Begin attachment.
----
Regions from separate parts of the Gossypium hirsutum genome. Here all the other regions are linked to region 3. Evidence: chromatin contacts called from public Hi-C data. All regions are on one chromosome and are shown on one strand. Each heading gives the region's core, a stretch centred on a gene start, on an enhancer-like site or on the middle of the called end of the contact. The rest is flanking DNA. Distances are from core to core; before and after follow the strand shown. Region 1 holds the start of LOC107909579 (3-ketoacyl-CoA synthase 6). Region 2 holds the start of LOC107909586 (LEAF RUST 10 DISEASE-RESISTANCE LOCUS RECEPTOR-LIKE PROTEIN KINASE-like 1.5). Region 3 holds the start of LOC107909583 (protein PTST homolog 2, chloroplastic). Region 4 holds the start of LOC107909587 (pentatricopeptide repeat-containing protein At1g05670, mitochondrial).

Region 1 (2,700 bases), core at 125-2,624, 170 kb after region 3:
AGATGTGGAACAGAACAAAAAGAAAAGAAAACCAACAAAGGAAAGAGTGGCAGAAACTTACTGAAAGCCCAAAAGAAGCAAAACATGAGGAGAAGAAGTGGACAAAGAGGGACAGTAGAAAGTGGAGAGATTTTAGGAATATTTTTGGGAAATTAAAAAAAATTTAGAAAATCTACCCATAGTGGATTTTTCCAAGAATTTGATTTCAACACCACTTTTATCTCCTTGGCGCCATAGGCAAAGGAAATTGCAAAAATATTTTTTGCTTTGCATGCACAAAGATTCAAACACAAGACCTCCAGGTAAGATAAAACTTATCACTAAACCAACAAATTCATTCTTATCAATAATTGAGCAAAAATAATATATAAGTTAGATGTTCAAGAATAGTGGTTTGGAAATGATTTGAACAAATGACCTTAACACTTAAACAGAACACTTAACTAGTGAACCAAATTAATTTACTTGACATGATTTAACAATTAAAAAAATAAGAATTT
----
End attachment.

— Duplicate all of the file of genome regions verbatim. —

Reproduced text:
Regions from separate parts of the Gossypium hirsutum genome. Here all the other regions are linked to region 3. Evidence: chromatin contacts called from public Hi-C data. All regions are on one chromosome and are shown on one strand. Each heading gives the region's core, a stretch centred on a gene start, on an enhancer-like site or on the middle of the called end of the contact. The rest is flanking DNA. Distances are from core to core; before and after follow the strand shown. Region 1 holds the start of LOC107909579 (3-ketoacyl-CoA synthase 6). Region 2 holds the start of LOC107909586 (LEAF RUST 10 DISEASE-RESISTANCE LOCUS RECEPTOR-LIKE PROTEIN KINASE-like 1.5). Region 3 holds the start of LOC107909583 (protein PTST homolog 2, chloroplastic). Region 4 holds the start of LOC107909587 (pentatricopeptide repeat-containing protein At1g05670, mitochondrial).

Region 1 (2,700 bases), core at 125-2,624, 170 kb after region 3:
AGATGTGGAACAGAACAAAAAGAAAAGAAAACCAACAAAGGAAAGAGTGGCAGAAACTTACTGAAAGCCCAAAAGAAGCAAAACATGAGGAGAAGAAGTGGACAAAGAGGGACAGTAGAAAGTGGAGAGATTTTAGGAATATTTTTGGGAAATTAAAAAAAATTTAGAAAATCTACCCATAGTGGATTTTTCCAAGAATTTGATTTCAACACCACTTTTATCTCCTTGGCGCCATAGGCAAAGGAAATTGCAAAAATATTTTTTGCTTTGCATGCACAAAGATTCAAACACAAGACCTCCAGGTAAGATAAAACTTATCACTAAACCAACAAATTCATTCTTATCAATAATTGAGCAAAAATAATATATAAGTTAGATGTTCAAGAATAGTGGTTTGGAAATGATTTGAACAAATGACCTTAACACTTAAACAGAACACTTAACTAGTGAACCAAATTAATTTACTTGACATGATTTAACAATTAAAAAAATAAGAATTT